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Math Help - Power Rule for derivatives

  1. #1
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    Power Rule for derivatives

    Let f(x)=x^n and prove that its derivative is given by f'(x)=n\cdot x^{n-1},\,\forall\,n\in\mathbb R.
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    There's a problem with that solution 'cause binomial theorem works with natural numbers, hence, when computing the limit, you assume that n is natural since n is a real number.
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    Yes, I know, but in that case we state that such derivative only works for natural numbers.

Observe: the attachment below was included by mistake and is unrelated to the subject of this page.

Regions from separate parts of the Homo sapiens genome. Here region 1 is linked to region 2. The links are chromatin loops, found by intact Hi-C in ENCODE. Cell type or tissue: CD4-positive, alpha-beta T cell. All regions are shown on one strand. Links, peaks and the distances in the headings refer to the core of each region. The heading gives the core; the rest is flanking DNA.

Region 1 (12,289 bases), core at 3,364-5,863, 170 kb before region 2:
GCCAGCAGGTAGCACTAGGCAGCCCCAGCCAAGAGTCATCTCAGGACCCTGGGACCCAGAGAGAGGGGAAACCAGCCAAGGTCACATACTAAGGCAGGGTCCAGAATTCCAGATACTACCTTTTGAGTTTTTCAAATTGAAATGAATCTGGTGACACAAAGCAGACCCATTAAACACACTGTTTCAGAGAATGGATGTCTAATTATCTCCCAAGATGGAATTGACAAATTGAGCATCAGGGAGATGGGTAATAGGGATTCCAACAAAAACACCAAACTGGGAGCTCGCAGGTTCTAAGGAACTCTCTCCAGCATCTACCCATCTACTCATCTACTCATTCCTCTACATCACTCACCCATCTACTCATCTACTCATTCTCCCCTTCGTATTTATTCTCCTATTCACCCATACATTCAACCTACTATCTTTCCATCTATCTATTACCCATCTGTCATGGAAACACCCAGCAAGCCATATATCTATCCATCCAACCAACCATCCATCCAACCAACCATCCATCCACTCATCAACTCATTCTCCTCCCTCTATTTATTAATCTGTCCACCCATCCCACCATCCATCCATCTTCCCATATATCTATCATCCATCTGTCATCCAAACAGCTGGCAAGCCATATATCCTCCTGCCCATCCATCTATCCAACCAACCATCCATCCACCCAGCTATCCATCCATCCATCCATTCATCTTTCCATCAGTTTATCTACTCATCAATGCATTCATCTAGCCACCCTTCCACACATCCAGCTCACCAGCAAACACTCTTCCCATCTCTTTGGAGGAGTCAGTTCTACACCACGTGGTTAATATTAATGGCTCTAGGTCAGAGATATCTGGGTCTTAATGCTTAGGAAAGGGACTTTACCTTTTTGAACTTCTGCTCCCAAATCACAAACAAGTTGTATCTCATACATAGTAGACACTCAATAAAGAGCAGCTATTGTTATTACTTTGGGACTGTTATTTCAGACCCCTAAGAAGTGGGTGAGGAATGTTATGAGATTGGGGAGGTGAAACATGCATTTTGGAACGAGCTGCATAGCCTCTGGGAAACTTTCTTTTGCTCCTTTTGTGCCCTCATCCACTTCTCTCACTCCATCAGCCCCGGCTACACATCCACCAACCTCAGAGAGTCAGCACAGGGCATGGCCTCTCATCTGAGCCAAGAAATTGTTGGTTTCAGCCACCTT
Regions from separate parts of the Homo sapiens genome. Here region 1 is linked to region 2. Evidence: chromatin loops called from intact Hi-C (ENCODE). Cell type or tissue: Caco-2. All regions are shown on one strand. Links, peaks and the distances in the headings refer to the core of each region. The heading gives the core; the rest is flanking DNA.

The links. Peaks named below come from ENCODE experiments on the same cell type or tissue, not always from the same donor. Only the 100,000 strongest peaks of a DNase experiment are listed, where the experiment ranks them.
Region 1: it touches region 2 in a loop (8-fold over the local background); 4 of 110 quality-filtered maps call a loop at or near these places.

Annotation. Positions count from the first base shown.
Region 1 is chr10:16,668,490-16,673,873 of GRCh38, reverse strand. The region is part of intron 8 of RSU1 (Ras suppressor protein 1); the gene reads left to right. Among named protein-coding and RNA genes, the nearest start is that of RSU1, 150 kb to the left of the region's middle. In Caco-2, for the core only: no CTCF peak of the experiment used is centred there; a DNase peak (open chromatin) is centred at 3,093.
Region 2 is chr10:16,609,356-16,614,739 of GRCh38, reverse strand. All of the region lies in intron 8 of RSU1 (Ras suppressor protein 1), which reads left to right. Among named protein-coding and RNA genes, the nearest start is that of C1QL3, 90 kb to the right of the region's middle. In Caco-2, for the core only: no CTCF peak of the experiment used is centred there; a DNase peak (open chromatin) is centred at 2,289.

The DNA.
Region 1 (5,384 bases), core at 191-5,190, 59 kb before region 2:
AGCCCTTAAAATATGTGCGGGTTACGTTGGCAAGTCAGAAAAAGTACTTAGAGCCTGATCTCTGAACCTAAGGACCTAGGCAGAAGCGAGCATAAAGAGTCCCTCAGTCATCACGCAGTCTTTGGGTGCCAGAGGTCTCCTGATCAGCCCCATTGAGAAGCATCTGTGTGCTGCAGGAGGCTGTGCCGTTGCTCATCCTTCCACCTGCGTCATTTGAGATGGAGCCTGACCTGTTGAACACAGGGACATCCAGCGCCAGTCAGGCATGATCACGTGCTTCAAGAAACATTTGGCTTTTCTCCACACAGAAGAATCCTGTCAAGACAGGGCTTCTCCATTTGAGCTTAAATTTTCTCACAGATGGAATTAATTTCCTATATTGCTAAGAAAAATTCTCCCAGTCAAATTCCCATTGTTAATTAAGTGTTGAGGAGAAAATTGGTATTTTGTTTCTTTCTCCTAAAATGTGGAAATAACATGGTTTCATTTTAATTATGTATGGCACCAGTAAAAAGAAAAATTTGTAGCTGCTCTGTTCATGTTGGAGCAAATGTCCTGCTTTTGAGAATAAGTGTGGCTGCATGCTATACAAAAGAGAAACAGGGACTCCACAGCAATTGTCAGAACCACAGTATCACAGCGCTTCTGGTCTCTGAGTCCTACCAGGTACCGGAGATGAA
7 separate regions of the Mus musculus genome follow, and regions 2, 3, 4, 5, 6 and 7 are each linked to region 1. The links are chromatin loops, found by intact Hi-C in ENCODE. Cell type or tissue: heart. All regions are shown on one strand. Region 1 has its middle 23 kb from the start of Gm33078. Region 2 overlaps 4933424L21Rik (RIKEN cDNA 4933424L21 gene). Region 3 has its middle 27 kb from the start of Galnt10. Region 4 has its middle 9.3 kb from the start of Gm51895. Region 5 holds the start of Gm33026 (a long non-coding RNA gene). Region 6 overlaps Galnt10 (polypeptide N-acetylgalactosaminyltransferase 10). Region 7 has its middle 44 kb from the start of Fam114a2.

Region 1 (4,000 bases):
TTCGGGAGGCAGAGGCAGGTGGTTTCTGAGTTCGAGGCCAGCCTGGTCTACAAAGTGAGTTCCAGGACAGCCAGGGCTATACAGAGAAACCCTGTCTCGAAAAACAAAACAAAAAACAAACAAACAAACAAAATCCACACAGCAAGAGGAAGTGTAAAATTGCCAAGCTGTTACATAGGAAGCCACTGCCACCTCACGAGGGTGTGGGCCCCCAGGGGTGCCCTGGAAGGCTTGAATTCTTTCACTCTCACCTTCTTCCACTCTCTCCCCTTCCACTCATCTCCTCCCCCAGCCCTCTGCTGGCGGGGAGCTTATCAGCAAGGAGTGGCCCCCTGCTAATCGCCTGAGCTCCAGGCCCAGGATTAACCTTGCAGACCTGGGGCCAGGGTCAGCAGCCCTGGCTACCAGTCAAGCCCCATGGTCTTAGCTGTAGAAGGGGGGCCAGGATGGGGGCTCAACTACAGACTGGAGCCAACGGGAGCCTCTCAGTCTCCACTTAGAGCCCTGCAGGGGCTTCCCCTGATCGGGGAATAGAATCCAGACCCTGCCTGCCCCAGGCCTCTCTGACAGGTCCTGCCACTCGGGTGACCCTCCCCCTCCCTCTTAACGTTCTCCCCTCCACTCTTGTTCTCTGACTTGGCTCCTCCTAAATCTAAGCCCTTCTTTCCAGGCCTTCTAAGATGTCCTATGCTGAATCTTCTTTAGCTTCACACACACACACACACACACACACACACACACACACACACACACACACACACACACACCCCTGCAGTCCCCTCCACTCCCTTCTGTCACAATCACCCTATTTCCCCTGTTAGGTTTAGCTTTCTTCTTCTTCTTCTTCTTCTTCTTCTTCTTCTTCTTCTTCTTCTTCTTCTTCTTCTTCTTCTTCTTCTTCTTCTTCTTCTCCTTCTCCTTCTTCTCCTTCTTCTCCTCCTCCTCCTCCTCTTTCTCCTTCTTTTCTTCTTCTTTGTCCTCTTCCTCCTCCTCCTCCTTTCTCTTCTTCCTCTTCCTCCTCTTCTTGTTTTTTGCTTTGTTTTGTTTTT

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    Hello,
    Quote Originally Posted by Krizalid View Post
    Yes, I know, but in that case we state that such derivative only works for natural numbers.
    Generalized Newton's binomial formula :

    (x+y)^n=\sum_{k=0}^\infty {n \choose k} x^k y^{n-k}

    where {n \choose k}=\frac{r(r-1)\dots(r-k+1)}{k!} and \forall n \in \mathbb{R}

    _______________________________________
    A way of doing it is to remember another formula for the derivative :
    (assuming it is differentiable so at least x_0 \neq 0)

    f'(x_0)=\lim_{x \to x_0} ~ \frac{x^n-x_0^n}{x-x_0}

    \frac{x^n-x_0^n}{x-x_0}=\frac{x_0^n}{x_0} \times \frac{\left(\frac{x}{x_0}\right)^n-1}{\frac{x}{x_0}-1}=x_0^{n-1} \times \sum_{k=0}^{n-1} \left(\frac{x}{x_0}\right)^k